Friday, September 18, 2009

Anna Magnani, in Wild is the Wind
approximately 67 minutes and 40 seconds
68,4% of the film

The film

Gio marries his dead wife's sister and brings her with him to America. His obsession for the dead woman and her feisty attitude bring them trouble.

You can find my short review of the film just by clicking HERE.

It actually starts out as a nice drama with a great chemistry between the leads, but it ends as a blah-blah melodrama, with no real direction. But Anna & Anthony Quinn give us European acting (almost) at its best.




Anna Magnani as Gioia

Just as I’ve admitted on the other blog, this is the first Anna Magnani film I’ve ever seen (shame on me); but I wasn’t that ignorant, as I had heard about her legend, as I knew her acting reputation. I expected the best and I mostly got it; not from the film, but from her delicious natural instinct of acting and the feeling that what I was seeing was routine for her, but in the good way!


Anna plays Gioia, an Italian woman who’s just married her dead sister’s husband (it’s not as freaky as it sounds). She comes with him to America, where he’s quite prosperous growing sheep. Here, their stormy marriage is disrupted by her sudden love for a much younger man, close to her husband. The role has lots of meat on it and it seems to fit her perfectly.

When she appears on screen she seems this weak, average looking woman in a new environment, suffocated by all the attention she gets, haunted by the image and comparison to Rosanna, the sister who died many years ago. I admit I totally appreciated the deglam, the modesty and the frailty of the character and I was completely spelled by Anna’s power of giving us sooo much in moments that might’ve been overplayed, theatricalised or completely ignored.

She grabs the character and never let’s go! The role itself seems perfect for her! Looking at her face expression I though of silent movies; because she’s always able to just let the face & eyes tell us about the character and at the same time make it look natural and deep. The screenplay doesn’t allow us to know her past, so it’s Anna’s job to try to give us much in her first scenes, but also saying little as to not overbear the viewer. Her laughter and her naiveté are charming and emotional.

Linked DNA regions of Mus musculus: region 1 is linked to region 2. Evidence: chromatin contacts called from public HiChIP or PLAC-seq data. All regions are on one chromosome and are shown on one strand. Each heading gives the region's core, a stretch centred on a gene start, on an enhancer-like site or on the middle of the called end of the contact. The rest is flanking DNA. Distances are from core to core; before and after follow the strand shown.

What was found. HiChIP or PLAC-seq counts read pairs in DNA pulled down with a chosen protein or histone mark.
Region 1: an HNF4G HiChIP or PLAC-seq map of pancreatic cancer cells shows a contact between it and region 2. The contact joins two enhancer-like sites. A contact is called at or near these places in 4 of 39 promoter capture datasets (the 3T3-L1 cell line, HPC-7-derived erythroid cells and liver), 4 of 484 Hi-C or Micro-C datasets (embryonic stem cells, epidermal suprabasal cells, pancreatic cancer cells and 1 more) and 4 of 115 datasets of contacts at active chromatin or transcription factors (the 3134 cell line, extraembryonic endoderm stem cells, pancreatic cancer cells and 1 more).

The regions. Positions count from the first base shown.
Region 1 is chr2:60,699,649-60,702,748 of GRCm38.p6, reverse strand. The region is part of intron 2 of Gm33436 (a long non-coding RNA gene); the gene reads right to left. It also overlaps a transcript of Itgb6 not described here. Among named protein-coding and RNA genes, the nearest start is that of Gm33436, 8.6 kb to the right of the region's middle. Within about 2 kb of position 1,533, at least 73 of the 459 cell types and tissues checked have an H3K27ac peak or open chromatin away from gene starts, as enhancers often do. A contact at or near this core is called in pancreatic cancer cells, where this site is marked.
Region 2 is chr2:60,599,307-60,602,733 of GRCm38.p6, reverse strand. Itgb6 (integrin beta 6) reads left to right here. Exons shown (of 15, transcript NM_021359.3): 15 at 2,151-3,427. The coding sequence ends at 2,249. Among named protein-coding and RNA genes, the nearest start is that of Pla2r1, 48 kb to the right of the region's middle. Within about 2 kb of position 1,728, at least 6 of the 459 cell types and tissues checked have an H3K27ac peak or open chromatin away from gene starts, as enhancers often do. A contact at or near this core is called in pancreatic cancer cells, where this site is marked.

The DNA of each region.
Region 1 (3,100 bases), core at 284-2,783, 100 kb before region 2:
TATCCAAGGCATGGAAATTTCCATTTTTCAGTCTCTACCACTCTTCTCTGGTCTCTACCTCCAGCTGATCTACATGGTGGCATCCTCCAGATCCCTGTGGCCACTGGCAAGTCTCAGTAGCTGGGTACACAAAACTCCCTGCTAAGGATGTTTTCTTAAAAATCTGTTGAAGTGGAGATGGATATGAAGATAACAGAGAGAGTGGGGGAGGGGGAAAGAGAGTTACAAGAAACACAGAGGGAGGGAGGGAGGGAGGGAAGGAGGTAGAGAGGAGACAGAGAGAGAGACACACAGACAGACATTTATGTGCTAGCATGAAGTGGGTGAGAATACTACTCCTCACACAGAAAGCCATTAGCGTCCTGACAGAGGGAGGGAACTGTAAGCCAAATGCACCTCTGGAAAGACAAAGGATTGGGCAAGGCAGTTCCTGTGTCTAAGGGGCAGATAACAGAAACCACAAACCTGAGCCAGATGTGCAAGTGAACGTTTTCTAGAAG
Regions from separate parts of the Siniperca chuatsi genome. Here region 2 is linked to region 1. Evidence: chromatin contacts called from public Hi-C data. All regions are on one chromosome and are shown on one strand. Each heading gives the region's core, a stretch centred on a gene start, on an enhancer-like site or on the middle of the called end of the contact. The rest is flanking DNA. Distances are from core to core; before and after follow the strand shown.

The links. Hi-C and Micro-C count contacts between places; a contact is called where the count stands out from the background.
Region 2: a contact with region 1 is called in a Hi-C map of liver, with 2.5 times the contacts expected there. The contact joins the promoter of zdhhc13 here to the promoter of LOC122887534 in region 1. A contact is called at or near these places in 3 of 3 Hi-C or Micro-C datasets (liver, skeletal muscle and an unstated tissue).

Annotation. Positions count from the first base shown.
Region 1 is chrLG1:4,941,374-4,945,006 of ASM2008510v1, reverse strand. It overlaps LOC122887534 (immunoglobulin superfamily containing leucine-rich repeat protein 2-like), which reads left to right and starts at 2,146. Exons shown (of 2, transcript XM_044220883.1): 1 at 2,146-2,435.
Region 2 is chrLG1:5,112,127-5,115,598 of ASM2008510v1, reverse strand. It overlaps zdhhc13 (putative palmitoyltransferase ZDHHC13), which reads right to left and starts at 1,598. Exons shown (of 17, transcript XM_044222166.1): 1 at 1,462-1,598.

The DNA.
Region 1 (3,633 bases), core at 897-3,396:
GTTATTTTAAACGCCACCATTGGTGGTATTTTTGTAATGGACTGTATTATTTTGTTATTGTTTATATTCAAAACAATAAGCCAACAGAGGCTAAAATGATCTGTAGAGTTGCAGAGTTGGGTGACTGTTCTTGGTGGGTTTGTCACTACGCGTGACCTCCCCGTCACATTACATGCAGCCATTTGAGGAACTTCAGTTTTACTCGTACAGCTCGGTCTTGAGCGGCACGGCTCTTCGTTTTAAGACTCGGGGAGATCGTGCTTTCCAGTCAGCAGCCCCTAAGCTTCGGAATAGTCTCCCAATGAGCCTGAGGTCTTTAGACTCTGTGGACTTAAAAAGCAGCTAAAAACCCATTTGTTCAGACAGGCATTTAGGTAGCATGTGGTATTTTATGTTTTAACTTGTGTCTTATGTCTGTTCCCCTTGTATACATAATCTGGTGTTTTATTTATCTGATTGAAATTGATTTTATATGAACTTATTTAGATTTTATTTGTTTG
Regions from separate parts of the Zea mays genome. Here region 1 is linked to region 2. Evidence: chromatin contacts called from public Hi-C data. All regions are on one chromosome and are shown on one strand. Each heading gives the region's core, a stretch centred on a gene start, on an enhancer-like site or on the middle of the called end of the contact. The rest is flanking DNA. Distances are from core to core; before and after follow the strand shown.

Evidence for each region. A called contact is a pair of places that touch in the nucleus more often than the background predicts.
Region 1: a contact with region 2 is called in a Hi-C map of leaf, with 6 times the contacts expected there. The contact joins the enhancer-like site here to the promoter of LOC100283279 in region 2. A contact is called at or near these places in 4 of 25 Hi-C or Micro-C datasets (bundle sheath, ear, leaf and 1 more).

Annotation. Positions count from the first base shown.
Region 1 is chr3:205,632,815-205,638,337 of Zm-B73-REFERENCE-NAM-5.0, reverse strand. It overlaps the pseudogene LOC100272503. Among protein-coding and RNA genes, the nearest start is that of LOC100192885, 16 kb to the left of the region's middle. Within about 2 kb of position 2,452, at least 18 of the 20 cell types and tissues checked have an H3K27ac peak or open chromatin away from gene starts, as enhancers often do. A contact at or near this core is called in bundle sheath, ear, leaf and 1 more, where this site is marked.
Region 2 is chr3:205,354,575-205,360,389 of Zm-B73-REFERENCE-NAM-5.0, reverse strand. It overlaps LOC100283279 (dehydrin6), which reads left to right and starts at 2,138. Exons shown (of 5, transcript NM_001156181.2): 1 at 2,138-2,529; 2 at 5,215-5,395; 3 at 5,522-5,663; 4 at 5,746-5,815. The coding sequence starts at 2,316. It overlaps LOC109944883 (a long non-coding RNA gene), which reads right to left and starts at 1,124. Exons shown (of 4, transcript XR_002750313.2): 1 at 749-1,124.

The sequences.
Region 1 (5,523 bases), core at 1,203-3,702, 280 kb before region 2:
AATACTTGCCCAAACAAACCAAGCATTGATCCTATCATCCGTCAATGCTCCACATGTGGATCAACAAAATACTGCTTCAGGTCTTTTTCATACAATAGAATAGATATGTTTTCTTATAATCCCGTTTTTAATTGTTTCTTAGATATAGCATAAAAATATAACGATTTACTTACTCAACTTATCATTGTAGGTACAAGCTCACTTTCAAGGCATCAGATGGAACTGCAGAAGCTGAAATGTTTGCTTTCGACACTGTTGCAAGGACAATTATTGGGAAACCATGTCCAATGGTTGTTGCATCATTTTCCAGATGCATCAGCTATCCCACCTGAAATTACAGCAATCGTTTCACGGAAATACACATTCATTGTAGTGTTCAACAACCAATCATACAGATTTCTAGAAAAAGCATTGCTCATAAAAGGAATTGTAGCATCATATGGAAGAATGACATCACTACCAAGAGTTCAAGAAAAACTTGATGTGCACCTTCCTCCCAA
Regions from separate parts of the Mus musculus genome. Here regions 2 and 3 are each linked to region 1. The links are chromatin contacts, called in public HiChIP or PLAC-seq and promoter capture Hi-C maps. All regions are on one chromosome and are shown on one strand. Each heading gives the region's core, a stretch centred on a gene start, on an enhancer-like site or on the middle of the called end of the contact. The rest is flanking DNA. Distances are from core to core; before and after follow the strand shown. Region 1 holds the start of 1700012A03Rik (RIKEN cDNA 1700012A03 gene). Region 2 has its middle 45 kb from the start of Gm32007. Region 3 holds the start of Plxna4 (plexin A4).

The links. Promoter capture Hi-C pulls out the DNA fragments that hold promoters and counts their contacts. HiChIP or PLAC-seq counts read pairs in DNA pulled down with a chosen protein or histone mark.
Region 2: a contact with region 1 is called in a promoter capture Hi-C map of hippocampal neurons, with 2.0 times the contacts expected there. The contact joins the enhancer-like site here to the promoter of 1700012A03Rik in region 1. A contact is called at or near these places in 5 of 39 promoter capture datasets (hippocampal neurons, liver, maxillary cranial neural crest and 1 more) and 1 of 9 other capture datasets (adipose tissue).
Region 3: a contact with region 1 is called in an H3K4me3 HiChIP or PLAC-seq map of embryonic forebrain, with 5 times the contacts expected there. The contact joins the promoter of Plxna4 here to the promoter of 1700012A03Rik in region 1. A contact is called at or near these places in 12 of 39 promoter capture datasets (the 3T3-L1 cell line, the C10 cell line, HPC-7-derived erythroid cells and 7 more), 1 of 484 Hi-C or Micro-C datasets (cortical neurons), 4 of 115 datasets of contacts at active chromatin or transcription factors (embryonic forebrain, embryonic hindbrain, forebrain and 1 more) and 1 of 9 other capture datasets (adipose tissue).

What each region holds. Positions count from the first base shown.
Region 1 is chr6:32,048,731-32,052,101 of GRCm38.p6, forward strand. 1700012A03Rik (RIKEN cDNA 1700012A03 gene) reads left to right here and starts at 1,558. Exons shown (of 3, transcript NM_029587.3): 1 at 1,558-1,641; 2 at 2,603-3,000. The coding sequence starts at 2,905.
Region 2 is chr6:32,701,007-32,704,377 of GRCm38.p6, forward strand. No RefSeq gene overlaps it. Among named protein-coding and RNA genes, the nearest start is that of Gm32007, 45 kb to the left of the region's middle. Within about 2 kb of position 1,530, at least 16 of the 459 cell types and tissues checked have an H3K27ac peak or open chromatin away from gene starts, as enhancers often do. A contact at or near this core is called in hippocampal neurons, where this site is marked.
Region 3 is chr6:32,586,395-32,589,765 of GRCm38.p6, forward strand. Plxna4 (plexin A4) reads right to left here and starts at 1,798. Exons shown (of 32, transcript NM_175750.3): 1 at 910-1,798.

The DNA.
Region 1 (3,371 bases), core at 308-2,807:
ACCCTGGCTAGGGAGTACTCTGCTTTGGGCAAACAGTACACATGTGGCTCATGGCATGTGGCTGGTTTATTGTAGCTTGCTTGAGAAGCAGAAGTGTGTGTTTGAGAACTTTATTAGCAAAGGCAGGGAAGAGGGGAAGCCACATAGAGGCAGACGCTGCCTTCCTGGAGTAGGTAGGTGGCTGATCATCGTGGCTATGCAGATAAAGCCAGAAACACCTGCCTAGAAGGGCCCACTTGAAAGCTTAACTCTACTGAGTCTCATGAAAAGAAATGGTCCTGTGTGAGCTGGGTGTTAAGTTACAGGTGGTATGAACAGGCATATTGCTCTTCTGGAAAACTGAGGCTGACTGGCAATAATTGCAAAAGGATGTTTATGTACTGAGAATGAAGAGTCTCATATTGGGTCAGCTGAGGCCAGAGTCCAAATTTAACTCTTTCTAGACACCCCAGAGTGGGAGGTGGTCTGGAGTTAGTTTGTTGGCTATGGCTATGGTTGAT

And of course, she has another Italian as a screen partner. Though not as good as her, Anthony Quinn is a perfect support for Anna’s performance. Their chemistry is fabulous and puts the rest of the cast to shame. It’s a delight to see them interact. I’ve heard overacts a bit regarding Anna’s performance. I wouldn’t say that, or not for more than one scene.


Yes, she’s very loud and you can spot all the elements that might suggest overacting, but I kind of believed it was in the spirit of the character. As someone close to the Italian culture, I understand & I’ve met women like this one: women that just spill it out and open enough for you to know everything about them just be hearing them for a couple of minutes. Gioia is a kind, but simple woman and her reactions are instinctive, uncensored. It’s what makes her a great woman, unusual to an American person (character or viewer) and also a positive character I can relate to!

Unfortunately, this film also has Anthony Franciosa in it and I won’t bother with his awful performance. But the thing is that his failure brings down the second part. He’s Gioia’s love interest, so when Anthony Quinn is out of the spotlight and here’s comes this young dude, something happens to Anna’s performance. The cause is simple: no one to act with; Franciosa is like a dummy. So the chemistry is gone and the value of the scenes weakened fatally. She even overacts a bit in a dialogue with her lover. And it annoys me that the messiness of Wild is the Wind manages in the end to affect her performance.


Her haunting look is something one can’t forget! I repeat myself: she would’ve been a killer silent movie star! The emotion displayed is so natural and unpretentious that I think only a European could’ve managed in that era. It helps that the role fits perfectly but not that the screenplay otherwise disappoints! I can’t decide on the rating. It’s so close to a 4.50, but I was upset in the ending and she slipped a bit. But what a great performance, done so naturally and convincing! Oh yeah, and she also sings! .

1 comment:

Andrew: Encore Entertainment said...

Yay, four stars for Anna. All is well with the world.